Let's read Charles P. Pierce–writing on politics since 1976, author of Idiot America: How Stupidity Became a Virtue in the Land of the Free—telling us what's what in his article in the May issue of Esquire, shall we? (Issues that gripe his gut in that book? Creationism and the Terri Schiavo matter, both far more signs of contempt for "those sorts of people" than well-honed intelligence.)
The article is uninterestingly titled "Into the Wilderness," and its point is that the Republican Party has become so insane and dangerous it is the duty of the American people to do everything they can to defeat them politically on every level. This is a thesis I have some sympathy with, minus considering the likely alternatives.
But how does this veteran tough-minded political thinker make his case, that the GOP is so dangerous that 100 percent Democratic Party control of America is a moral and political necessity?
He starts off with some sort-of high-middlebrow mockery of those shit-for-brains Republicans, in the person of Rick Santorum, speaking, one is lead to believe, for the Party whose presidential nomination he failed to win and for which he holds no office:
At one point, while debating Christ's death and resurrection with one of the prominent heretics of the day, Tertullian rather famously stated, "Certum est quia impossibile est."
"It is certain because it is impossible."
Not long before, I'd heard Rick Santorum tell a gathering of supporters in New Hampshire of his dread of the possibility of Iran's gaining a nuclear-weapons capability. He touched upon the destabilization of the region that he believed this would cause. He spoke briefly of how it might ignite a general arms race in the area of the world that least needs a general arms race. He mentioned his stalwart support of the state of Israel. Then he claimed that a nuclear-armed Iran would be a direct threat to the United States.
There seemed to be a hole in this part of his argument. Any attempt by Iran to use a nuclear weapon against the United States would result in Iran's future as a glass parking lot. Santorum thereupon made a case that the Iranian government — the entire Iranian government — was open to the idea of national suicide because it would bring about the return of the Twelfth Imam, a messianic figure of Shiite Islam whose arrival will presage the Day of Judgment. I looked around the room, and heads were bobbing up and down in agreement.
They were certain, because it was impossible.
I don't want to adopt mock outrage, or pretend that Pierce is somehow so dumb or forgetful (dare I suggest, an idiot?) that he doesn't know what I'm about to write, or that his editor at Esquire didn't know it, and which pretty much every American who even knows there is a country called Iran knows: that President Obama (Democrat) and his administration believe the exact same thing, or at least he claims to and acts like he does. (What beliefs truly reside in these people's heads is something I'll never know and probably don't want to.) Really, Mr. Pierce. I believe it because it's true!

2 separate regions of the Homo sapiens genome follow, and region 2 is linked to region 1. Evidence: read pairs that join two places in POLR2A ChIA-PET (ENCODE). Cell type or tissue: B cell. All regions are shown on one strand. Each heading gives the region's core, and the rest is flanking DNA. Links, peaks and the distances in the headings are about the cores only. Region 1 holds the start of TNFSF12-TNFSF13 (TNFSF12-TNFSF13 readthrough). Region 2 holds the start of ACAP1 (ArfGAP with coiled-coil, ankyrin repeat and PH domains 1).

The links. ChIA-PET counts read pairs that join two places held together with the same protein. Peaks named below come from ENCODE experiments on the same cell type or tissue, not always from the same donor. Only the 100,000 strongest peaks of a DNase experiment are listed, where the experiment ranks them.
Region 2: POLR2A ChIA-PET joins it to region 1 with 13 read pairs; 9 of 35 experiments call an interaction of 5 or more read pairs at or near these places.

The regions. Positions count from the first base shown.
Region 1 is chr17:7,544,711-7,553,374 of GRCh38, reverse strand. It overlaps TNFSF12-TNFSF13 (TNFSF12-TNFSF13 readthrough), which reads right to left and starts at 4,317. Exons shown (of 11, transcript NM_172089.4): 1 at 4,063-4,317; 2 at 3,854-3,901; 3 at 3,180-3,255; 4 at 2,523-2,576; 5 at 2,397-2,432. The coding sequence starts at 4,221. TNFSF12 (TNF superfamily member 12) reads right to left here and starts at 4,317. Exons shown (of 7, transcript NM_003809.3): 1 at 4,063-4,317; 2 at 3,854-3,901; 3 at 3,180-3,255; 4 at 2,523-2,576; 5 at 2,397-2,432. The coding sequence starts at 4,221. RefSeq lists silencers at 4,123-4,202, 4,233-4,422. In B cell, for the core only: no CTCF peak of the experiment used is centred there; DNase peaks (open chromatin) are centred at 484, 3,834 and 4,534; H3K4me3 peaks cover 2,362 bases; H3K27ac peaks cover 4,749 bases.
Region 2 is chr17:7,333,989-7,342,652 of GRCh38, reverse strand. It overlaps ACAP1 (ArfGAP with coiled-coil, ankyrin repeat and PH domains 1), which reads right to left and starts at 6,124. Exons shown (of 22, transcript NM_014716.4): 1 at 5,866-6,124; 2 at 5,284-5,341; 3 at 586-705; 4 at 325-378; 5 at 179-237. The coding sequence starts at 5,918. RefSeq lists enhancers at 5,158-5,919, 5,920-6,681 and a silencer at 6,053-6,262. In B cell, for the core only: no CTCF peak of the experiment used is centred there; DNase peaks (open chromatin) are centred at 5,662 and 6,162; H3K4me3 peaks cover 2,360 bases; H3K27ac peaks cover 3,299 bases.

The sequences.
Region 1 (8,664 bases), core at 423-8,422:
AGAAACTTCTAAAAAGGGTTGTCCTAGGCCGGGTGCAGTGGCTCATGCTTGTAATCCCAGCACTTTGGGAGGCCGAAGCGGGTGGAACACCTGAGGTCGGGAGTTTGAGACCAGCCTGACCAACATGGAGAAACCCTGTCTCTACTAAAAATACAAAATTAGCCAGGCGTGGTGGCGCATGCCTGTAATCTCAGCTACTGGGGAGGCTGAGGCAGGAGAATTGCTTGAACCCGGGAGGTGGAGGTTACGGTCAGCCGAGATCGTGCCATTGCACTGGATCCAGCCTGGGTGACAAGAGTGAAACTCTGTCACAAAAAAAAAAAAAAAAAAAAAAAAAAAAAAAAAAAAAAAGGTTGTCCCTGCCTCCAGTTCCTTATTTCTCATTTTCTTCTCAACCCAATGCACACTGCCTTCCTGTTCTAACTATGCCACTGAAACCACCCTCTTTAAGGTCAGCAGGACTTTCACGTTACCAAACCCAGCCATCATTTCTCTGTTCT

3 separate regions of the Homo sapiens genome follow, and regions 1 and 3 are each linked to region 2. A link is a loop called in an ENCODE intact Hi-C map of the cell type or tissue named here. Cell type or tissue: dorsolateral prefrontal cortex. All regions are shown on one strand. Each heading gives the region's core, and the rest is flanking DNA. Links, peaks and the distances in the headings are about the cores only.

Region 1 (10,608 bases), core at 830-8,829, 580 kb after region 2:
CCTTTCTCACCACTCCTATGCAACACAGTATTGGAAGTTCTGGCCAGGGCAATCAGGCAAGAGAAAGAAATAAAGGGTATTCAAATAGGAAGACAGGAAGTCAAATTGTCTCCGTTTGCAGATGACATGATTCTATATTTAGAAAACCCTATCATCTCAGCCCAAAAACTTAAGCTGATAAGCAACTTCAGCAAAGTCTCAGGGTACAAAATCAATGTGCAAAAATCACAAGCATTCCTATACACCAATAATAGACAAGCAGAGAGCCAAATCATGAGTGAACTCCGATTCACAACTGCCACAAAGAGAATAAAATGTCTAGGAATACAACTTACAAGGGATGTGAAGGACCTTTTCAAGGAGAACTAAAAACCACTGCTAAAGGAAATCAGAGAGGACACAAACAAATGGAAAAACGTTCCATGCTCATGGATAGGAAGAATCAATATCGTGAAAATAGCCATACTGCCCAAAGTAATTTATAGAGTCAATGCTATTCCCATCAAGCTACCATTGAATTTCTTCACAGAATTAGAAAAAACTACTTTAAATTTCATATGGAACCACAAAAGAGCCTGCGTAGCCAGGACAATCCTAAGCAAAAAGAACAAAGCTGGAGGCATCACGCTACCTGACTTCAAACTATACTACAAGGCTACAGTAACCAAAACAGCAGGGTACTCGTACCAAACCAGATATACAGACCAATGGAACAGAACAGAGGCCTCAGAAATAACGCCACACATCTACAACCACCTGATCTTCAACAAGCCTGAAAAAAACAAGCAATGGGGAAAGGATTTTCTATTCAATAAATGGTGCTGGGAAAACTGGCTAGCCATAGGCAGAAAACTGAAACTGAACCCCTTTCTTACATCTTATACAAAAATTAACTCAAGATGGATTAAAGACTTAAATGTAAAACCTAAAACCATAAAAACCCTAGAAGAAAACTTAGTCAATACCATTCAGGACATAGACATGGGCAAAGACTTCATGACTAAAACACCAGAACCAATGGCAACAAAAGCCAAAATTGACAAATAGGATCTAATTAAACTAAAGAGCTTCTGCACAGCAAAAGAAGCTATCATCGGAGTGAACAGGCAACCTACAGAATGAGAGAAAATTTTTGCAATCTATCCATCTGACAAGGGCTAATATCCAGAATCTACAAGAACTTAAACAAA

During his address to pro-Israel lobby AIPAC on Sunday, President Obama told the audience that in regards to Iran, he did "not have a policy of containment." He had "a policy to prevent Iran from obtaining a nuclear weapon."
"As I have made clear time and again during the course of my presidency, I will not hesitate to use force when it is necessary to defend the United States and its interests," Obama exclaimed.
"We see the threats coming from Iran and a nuclear-capable Iran represents a threat to us and to the world," Panetta told reporters at a Pentagon news conference…
Now, Pierce nowhere says that the Democrats do not believe this absurdity–which I agree is absurd. But the entire framing of his piece is that the Democrats remain the sensible, noble opposition to whom we must turn, because, as he writes, the GOP "has become completely demented." So far his only proof of this dementedness is that they agree with the Democratic President Obama on Iran. What else has he got though? Maybe he's saving the best for later.
OK, he's got global warming, birth control, voter ID, all issues in which there is a genuine difference, generally, between most Republicans and most Democrats, but not ones that actually are energizing much real political action on the part of either party, whether or not you agree there should be such action.
To show that he's an establishmentarian at heart, Pierce has to hat-tip to Mitt Romney for being, well, normal and respectable (although he believes the exact same thing that Pierce led with at length to prove the insanity of Republicans):
That's how Mitt Romney came to tie himself in a bowline trying to run for president, even though he was the only real candidate in a field of crackpot poseurs, and even though he was running the only real campaign as opposed to tent revivals, exercises in brand maintenance, and extended book tours. Too late did Romney realize that the path to the nomination led through an alternate reality.
Who is the one GOP candidate–hell, the one national political figure of any sort–who shares Pierce's good sense on Iran and its (lack of) threat? Ron Paul (I wrote a book about him), who I guess doesn't even deserve to have his name mentioned. Is he a "crackpot poseur" or doing "brand maintenance"? The reader has to guess, because Pierce won't say his name.